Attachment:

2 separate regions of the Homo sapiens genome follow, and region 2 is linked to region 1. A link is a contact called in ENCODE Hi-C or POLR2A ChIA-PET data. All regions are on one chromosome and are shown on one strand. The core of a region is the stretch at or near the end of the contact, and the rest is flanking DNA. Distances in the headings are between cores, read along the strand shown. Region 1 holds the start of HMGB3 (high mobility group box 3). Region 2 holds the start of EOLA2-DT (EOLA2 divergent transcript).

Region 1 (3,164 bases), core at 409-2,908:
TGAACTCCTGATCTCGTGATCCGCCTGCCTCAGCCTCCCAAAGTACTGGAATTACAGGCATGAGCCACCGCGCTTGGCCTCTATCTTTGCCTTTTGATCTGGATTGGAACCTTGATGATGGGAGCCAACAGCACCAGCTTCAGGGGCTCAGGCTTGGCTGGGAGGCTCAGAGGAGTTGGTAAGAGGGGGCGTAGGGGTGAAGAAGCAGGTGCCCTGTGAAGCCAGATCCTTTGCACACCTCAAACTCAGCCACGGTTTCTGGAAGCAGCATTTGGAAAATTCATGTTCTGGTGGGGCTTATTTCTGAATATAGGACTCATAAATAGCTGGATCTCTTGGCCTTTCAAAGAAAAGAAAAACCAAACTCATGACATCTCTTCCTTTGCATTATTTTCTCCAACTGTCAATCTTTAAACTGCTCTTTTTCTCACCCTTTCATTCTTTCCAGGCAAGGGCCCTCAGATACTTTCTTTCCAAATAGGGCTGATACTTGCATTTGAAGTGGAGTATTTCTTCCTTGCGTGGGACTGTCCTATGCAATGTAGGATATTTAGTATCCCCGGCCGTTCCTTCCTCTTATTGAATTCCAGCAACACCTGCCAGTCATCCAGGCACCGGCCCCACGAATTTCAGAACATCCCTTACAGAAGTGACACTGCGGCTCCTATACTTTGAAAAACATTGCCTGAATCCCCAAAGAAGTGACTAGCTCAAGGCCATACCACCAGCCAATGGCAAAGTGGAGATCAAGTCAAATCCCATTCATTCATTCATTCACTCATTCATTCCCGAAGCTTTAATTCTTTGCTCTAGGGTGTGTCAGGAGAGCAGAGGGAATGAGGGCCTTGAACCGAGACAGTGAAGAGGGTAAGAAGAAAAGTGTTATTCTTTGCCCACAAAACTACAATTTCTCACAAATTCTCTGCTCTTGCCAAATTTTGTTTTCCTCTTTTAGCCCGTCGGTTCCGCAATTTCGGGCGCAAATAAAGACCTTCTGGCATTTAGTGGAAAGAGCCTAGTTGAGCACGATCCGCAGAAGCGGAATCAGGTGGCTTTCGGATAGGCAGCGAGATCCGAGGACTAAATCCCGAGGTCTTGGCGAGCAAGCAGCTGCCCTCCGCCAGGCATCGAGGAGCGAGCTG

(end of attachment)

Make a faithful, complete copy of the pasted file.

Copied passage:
2 separate regions of the Homo sapiens genome follow, and region 2 is linked to region 1. A link is a contact called in ENCODE Hi-C or POLR2A ChIA-PET data. All regions are on one chromosome and are shown on one strand. The core of a region is the stretch at or near the end of the contact, and the rest is flanking DNA. Distances in the headings are between cores, read along the strand shown. Region 1 holds the start of HMGB3 (high mobility group box 3). Region 2 holds the start of EOLA2-DT (EOLA2 divergent transcript).

Region 1 (3,164 bases), core at 409-2,908:
TGAACTCCTGATCTCGTGATCCGCCTGCCTCAGCCTCCCAAAGTACTGGAATTACAGGCATGAGCCACCGCGCTTGGCCTCTATCTTTGCCTTTTGATCTGGATTGGAACCTTGATGATGGGAGCCAACAGCACCAGCTTCAGGGGCTCAGGCTTGGCTGGGAGGCTCAGAGGAGTTGGTAAGAGGGGGCGTAGGGGTGAAGAAGCAGGTGCCCTGTGAAGCCAGATCCTTTGCACACCTCAAACTCAGCCACGGTTTCTGGAAGCAGCATTTGGAAAATTCATGTTCTGGTGGGGCTTATTTCTGAATATAGGACTCATAAATAGCTGGATCTCTTGGCCTTTCAAAGAAAAGAAAAACCAAACTCATGACATCTCTTCCTTTGCATTATTTTCTCCAACTGTCAATCTTTAAACTGCTCTTTTTCTCACCCTTTCATTCTTTCCAGGCAAGGGCCCTCAGATACTTTCTTTCCAAATAGGGCTGATACTTGCATTTGAAGTGGAGTATTTCTTCCTTGCGTGGGACTGTCCTATGCAATGTAGGATATTTAGTATCCCCGGCCGTTCCTTCCTCTTATTGAATTCCAGCAACACCTGCCAGTCATCCAGGCACCGGCCCCACGAATTTCAGAACATCCCTTACAGAAGTGACACTGCGGCTCCTATACTTTGAAAAACATTGCCTGAATCCCCAAAGAAGTGACTAGCTCAAGGCCATACCACCAGCCAATGGCAAAGTGGAGATCAAGTCAAATCCCATTCATTCATTCATTCACTCATTCATTCCCGAAGCTTTAATTCTTTGCTCTAGGGTGTGTCAGGAGAGCAGAGGGAATGAGGGCCTTGAACCGAGACAGTGAAGAGGGTAAGAAGAAAAGTGTTATTCTTTGCCCACAAAACTACAATTTCTCACAAATTCTCTGCTCTTGCCAAATTTTGTTTTCCTCTTTTAGCCCGTCGGTTCCGCAATTTCGGGCGCAAATAAAGACCTTCTGGCATTTAGTGGAAAGAGCCTAGTTGAGCACGATCCGCAGAAGCGGAATCAGGTGGCTTTCGGATAGGCAGCGAGATCCGAGGACTAAATCCCGAGGTCTTGGCGAGCAAGCAGCTGCCCTCCGCCAGGCATCGAGGAGCGAGCTG